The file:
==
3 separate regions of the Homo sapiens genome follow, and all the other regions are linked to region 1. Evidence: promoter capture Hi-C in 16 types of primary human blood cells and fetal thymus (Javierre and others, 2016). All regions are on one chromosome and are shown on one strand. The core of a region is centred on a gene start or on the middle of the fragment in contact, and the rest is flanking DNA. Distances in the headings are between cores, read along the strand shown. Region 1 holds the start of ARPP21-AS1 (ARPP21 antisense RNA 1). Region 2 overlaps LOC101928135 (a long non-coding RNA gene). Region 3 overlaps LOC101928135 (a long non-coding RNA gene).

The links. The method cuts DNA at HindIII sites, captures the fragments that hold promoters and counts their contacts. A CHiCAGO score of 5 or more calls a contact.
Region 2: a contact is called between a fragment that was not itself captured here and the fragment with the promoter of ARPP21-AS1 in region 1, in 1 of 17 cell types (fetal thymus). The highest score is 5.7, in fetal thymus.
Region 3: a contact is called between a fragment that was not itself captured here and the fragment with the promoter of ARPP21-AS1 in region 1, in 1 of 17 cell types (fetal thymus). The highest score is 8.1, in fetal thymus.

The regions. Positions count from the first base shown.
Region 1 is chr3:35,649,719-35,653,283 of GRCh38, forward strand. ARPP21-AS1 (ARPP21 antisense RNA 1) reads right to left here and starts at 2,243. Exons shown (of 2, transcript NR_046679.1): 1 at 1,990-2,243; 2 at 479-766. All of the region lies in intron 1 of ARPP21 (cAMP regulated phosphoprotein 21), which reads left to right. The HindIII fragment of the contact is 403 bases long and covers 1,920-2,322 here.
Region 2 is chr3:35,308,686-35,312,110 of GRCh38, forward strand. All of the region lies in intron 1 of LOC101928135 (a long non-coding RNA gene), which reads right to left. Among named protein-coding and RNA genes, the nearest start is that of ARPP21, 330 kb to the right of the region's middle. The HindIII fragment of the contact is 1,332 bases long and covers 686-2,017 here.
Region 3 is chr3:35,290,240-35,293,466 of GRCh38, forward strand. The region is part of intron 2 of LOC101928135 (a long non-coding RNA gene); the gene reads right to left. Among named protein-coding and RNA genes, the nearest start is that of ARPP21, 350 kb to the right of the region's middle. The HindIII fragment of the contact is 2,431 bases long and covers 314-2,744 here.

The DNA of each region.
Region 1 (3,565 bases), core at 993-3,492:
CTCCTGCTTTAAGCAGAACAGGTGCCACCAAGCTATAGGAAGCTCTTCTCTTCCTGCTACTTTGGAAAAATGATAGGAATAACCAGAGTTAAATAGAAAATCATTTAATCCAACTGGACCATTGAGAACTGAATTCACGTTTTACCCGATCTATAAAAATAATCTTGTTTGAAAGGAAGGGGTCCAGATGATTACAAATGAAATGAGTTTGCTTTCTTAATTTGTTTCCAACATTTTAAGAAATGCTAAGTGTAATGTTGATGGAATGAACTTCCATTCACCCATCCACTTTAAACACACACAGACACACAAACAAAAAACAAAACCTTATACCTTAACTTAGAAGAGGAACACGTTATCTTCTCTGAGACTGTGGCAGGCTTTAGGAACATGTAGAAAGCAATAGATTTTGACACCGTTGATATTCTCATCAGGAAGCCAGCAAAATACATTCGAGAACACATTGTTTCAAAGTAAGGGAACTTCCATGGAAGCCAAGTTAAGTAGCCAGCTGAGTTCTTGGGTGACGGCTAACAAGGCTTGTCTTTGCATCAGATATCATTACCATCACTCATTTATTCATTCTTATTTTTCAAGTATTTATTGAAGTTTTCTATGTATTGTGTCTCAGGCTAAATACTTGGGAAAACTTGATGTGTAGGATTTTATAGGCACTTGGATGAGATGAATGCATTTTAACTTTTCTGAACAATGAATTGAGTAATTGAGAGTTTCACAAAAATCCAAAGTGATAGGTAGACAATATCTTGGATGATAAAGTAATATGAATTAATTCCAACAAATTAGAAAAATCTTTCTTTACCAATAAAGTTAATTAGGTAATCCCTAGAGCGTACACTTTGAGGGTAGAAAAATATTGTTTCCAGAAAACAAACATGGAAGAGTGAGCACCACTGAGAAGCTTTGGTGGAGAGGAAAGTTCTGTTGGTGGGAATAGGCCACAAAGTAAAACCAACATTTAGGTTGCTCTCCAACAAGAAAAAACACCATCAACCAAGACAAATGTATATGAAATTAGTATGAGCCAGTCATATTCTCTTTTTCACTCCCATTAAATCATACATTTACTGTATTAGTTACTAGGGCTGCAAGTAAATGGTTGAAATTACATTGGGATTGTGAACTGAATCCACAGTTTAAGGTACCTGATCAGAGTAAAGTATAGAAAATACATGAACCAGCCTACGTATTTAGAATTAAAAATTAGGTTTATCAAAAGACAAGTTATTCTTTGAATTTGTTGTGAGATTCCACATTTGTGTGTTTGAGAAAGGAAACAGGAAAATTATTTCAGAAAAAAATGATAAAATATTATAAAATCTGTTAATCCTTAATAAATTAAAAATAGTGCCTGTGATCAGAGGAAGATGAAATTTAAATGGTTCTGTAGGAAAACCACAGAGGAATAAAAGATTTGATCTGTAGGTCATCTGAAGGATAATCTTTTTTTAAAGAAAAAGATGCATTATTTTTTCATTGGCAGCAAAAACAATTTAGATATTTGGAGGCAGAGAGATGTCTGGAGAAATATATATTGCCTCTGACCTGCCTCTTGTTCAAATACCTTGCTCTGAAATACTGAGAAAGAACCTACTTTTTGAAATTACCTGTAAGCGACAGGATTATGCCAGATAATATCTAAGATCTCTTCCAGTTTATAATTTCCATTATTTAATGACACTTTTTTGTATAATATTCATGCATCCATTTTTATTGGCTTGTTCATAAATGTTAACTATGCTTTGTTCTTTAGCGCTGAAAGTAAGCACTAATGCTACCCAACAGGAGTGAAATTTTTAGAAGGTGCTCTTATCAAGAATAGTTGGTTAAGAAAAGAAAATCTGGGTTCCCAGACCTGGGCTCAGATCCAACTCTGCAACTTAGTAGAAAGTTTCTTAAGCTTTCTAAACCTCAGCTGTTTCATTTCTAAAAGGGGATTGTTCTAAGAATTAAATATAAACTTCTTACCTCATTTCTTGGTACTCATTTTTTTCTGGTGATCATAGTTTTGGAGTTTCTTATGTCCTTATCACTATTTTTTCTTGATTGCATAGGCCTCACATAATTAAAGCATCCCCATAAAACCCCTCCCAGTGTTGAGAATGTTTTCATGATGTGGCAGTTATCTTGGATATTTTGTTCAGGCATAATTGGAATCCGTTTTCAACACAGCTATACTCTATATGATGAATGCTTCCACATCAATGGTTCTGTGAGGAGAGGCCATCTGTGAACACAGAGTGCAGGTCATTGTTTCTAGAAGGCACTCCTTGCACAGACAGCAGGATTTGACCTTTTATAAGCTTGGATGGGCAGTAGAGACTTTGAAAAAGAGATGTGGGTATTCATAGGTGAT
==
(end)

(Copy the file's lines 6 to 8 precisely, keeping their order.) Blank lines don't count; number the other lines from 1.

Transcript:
Region 1 is chr3:35,649,719-35,653,283 of GRCh38, forward strand. ARPP21-AS1 (ARPP21 antisense RNA 1) reads right to left here and starts at 2,243. Exons shown (of 2, transcript NR_046679.1): 1 at 1,990-2,243; 2 at 479-766. All of the region lies in intron 1 of ARPP21 (cAMP regulated phosphoprotein 21), which reads left to right. The HindIII fragment of the contact is 403 bases long and covers 1,920-2,322 here.
Region 2 is chr3:35,308,686-35,312,110 of GRCh38, forward strand. All of the region lies in intron 1 of LOC101928135 (a long non-coding RNA gene), which reads right to left. Among named protein-coding and RNA genes, the nearest start is that of ARPP21, 330 kb to the right of the region's middle. The HindIII fragment of the contact is 1,332 bases long and covers 686-2,017 here.
Region 3 is chr3:35,290,240-35,293,466 of GRCh38, forward strand. The region is part of intron 2 of LOC101928135 (a long non-coding RNA gene); the gene reads right to left. Among named protein-coding and RNA genes, the nearest start is that of ARPP21, 350 kb to the right of the region's middle. The HindIII fragment of the contact is 2,431 bases long and covers 314-2,744 here.